“Skin in the Game is The Most Dangerous Game on steroids. Fast, relentless, and cunning.”
—David Morrell, New York Times Bestselling Author of Murder as a Fine Art

A different series to enjoy from new favourite author, D. P. Lyle. Skin in the Game is the first in his two book series featuring 'siblings' Cain and Harper. Prior Bad Acts is the second, which I hope to get to at some point.

Here we have a missing person case with Cindy Grant,  the granddaughter of a well known US military figure disappearing. Cain and Harper, well schooled in the dark arts of CIA black ops and with various dubious skill sets to burn, are co-opted to look for her. What they find is deeply disturbing.

A prostitution ring, with college girls for hire - sometimes for kicks, sometimes for money and a pimp chain, with the end man selling the girls to an anonymous customer. Cain and Harper have to discretely coax other girls involved in the network to talk, dealing with them sympathetically in order to find the pimps and get closer to the man at the end of the line, all the while battling the clock.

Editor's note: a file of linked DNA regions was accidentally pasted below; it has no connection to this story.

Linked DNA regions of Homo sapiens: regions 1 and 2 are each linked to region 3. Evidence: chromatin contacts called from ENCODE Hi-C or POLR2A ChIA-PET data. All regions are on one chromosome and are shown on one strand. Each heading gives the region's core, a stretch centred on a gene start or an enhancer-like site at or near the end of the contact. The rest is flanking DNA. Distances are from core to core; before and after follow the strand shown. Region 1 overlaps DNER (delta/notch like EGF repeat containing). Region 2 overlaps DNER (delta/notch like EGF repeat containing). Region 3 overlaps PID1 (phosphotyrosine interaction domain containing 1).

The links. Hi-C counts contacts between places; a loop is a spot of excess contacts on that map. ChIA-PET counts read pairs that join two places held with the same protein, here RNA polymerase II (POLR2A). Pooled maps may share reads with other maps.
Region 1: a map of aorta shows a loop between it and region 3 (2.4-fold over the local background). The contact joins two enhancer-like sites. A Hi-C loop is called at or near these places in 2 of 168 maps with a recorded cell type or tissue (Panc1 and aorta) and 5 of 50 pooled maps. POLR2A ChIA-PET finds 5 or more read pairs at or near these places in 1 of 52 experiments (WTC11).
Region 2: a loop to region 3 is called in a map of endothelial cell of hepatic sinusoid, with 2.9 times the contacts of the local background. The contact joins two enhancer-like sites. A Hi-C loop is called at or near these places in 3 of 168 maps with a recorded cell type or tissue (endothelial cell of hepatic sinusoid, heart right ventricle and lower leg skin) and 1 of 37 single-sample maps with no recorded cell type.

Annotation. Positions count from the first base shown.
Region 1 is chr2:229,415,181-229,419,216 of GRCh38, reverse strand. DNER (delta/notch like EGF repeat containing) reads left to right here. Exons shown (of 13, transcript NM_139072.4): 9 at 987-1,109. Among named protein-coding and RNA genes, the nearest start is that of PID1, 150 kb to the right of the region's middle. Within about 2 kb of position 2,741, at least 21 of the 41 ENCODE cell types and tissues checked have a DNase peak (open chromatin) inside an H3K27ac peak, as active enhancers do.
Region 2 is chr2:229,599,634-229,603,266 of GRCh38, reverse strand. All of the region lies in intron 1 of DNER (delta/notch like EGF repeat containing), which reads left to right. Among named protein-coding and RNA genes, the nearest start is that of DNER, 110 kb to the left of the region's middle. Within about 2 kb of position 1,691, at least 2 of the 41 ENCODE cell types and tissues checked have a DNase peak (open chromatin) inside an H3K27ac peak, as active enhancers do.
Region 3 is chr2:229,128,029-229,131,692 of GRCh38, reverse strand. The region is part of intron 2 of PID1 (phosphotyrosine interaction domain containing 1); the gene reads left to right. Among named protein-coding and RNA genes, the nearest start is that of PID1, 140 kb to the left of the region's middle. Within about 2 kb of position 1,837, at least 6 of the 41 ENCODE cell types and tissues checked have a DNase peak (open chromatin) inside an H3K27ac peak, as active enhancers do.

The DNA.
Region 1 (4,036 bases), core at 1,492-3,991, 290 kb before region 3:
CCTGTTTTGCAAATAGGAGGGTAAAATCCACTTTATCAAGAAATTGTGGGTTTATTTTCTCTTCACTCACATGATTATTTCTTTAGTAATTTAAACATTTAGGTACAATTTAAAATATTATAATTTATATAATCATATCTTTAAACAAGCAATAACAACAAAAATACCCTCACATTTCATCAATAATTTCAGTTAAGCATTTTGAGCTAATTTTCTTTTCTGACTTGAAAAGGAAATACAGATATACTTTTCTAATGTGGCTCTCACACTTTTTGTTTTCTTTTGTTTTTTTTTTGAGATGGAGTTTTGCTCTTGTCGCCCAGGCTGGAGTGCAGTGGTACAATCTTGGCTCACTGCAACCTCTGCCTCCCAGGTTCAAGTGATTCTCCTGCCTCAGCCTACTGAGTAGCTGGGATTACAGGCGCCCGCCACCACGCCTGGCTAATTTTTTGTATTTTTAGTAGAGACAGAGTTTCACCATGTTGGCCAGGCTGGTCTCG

We have other victims. We have a twisted and cruel sadist. And we have a dynamic duo hunting him and his partners down. 

Fast-paced, violent and very full-on. I liked the investigation. I liked the dot joining and the quest from point A to B to C etc. I liked the take no prisoners attitude of Cain and Harper. As far as their employment is concerned, it's all off the books and deniable and therefore there aren't any rules or niceties to abide by. If the people you are dealing with don't have any mores or ethics, it's kind of helpful if you are of the same mindset.We get Cain and Harper's back story drip fed into the narrative. We understand the bond they share and for the course of the book they are fantastic company.

Overall - really enjoyable, slightly darker in content and tone than the Longly series and a bit of a page turner. I'm looking forward to the next one in the series soon.